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#8 of 81 Old 02-20-2011, 08:58 PM - Thread Starter
 
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Thank you for the info about the Vitamin D :) I'll keep that in mind.


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#9 of 81 Old 02-20-2011, 09:02 PM
 
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Originally Posted by WindyCityMom View Post

Thanks for the input!  He was leaning towards Asperger's and I really do think that it's what's going on (really, I do) but I want to make sure that the OT sees everything (I felt very underprepared even though I came in with a list). 

 

Some things:

-Sensory issues with water, textures, sounds, overloads easily

-Extreme social anxiety, becomes selectively mute, seems to shut down

-Becomes fixated on certain objects/toys and will play with nothing else for days on end

-Will color for hours and hours and hours if you let her

-Is somewhat artistically advanced and draws very detailed people with clothing on, facial hair, ears, doing activities

-Will draw the same objects over and over (little circles, "N"s, balloons, flowers) and I have notebooks filled with thousands of them

-Socially awkward and very territorial over objects near her

-Doesn't really know how to interact with other children (even in one-on-one settings) except for her (also developmentally delayed, possibly autistic) cousin who is 2

-Currently is obsessed with flags and geography, also fixated on colors

-Learned colors, shapes, and spoke early (9 months) without coaching, while gross motor skills lagged behind (and still do).

-Lines things up, loves finding patterns, puts things in containers (bags and purses) frequently and repetitively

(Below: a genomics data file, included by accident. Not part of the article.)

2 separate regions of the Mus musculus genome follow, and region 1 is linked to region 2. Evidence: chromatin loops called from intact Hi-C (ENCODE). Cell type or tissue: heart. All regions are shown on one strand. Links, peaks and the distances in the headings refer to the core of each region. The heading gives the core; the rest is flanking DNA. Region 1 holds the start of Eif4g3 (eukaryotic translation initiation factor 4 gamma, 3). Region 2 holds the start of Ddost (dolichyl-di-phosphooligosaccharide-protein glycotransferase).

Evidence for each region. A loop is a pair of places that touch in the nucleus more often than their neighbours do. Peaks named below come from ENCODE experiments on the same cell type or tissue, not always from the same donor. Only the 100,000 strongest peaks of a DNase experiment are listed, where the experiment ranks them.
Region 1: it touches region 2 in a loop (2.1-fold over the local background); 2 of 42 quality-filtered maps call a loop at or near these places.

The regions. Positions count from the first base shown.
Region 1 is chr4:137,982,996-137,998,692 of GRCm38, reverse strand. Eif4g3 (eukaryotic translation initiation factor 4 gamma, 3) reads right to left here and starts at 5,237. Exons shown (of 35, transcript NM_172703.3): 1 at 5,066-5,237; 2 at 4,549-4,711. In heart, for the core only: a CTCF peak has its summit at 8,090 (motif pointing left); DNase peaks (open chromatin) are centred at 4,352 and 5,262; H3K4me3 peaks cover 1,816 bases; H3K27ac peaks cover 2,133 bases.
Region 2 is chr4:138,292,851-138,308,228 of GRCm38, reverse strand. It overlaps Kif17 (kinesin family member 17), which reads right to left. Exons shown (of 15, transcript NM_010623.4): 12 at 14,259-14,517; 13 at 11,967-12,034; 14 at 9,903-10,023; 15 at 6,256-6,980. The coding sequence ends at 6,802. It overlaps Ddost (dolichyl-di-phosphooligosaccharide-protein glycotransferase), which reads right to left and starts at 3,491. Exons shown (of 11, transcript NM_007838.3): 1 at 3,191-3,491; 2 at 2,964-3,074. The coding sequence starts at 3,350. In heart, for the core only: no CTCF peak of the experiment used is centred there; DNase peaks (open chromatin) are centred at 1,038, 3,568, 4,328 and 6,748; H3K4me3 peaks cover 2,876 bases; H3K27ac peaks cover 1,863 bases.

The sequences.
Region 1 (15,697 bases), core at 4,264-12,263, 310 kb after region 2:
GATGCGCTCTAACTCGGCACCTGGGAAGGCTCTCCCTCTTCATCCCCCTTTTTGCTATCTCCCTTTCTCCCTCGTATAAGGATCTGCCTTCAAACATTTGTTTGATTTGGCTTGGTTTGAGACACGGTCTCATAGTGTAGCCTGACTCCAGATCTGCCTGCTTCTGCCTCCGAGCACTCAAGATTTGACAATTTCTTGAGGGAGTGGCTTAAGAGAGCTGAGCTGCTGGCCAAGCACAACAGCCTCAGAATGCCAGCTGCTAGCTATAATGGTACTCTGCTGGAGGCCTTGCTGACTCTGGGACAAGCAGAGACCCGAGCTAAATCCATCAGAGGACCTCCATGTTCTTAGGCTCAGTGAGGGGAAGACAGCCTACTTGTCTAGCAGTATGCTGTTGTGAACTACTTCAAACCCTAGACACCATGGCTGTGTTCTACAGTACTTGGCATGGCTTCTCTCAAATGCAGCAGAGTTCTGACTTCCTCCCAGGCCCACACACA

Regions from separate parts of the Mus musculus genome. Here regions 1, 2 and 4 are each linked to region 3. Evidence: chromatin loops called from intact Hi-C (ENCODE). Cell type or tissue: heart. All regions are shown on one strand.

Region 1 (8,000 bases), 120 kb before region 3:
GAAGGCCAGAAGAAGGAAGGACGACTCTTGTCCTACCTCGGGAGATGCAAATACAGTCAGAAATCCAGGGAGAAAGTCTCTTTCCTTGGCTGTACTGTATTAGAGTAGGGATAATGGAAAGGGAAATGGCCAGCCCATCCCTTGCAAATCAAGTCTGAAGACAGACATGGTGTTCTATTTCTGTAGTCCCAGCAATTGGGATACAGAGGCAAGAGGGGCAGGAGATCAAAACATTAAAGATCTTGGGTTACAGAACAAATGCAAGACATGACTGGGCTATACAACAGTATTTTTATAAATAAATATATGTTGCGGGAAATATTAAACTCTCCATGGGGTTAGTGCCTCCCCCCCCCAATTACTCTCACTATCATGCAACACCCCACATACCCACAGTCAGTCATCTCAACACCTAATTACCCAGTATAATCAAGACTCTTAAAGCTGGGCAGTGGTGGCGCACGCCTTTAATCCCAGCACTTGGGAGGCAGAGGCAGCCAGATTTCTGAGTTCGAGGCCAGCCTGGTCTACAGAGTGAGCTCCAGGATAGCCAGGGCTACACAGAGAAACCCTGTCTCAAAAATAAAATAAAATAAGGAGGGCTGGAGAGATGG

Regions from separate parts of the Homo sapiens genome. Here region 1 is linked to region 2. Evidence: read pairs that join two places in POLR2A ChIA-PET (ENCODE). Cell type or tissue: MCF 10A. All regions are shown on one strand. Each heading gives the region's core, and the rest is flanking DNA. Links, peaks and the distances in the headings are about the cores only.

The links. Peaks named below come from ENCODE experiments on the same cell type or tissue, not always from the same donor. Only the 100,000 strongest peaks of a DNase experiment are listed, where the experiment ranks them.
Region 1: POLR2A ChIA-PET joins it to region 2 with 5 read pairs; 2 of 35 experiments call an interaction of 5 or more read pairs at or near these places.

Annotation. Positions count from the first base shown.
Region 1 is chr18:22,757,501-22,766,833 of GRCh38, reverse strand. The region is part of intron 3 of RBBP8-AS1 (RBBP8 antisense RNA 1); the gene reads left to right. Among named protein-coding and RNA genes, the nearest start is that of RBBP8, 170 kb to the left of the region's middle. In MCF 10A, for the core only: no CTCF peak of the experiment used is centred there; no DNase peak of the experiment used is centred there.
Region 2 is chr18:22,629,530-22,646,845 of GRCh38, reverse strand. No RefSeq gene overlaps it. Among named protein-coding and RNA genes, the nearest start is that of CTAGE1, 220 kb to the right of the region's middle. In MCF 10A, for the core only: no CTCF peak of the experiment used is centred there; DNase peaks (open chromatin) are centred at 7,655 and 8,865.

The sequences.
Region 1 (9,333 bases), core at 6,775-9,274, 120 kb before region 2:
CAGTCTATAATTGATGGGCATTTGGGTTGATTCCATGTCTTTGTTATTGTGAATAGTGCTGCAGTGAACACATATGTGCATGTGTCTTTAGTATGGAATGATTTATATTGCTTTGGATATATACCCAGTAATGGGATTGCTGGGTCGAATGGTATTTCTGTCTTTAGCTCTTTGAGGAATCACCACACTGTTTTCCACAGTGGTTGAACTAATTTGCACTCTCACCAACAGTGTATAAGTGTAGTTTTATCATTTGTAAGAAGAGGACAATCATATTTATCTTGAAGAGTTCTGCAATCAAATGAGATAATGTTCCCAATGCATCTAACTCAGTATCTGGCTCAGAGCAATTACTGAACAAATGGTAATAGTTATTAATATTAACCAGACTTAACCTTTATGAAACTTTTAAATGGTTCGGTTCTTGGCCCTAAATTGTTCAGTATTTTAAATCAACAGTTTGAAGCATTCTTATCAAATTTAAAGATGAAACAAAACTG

I'm about to watch the video, but I just wanted to say that none of this seems out of the ordinary for a 3 year old, to me anyway.  My 5.5 year old and my 22 month old have many of those characteristics too.  My oldest will spend most of the day drawing (mostly himself, and flowers), because that's his current obsession.  I think it's really normal for a young child to enjoy an activity or game/toy, and only want to play with that for a spell.

 

If she's never been around a lot of other children her age, she wouldn't know how to interact with them.  That's pretty normal too.


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#10 of 81 Old 02-20-2011, 09:16 PM - Thread Starter
 
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Originally Posted by Bokonon View Post





I'm about to watch the video, but I just wanted to say that none of this seems out of the ordinary for a 3 year old, to me anyway.  My 5.5 year old and my 22 month old have many of those characteristics too.  My oldest will spend most of the day drawing (mostly himself, and flowers), because that's his current obsession.  I think it's really normal for a young child to enjoy an activity or game/toy, and only want to play with that for a spell.

 

If she's never been around a lot of other children her age, she wouldn't know how to interact with them.  That's pretty normal too.



Thank you for your input!  She's been drawing like that for quite some time- since she was maybe 15 months old? Maybe closer to 18 months.  I wish I'd have kept better track of things.  She has been in various playgroups since she was about a year old (different amounts of children- varying from 5 kids to 15 kids), gymnastics, arts and crafts, etc. and we have a large family and there are other kids her age.  She just doesn't mesh well.

 

I have another video of a weird thing she does- it was at McDonalds after gymnastics (her cousins play at the playplace, whereas N likes to draw).  She was walking into the play place when this was taken.  She does this odd walk where she clasps her hands together and points one elbow in front of her.  She does this when approaching a situation that she's uncomfortable with (ie: at playgroup last week, she made a valentine for the teacher.  she asked me to take her over to the teacher, who she speaks of lovingly at home.  she approached her elbow first).  At the end it looks like she's doing a dance move, lol... could be, but I think she was stretching or showing me "I did it!".

 

EDITED: Here's that video: http://www.youtube.com/watch?v=E7mE93Z3icc

 

I'm trying to find more videos of her in social situations- kind of hard to find recent ones as I don't always have the camera with me in hand since my littles is walking now..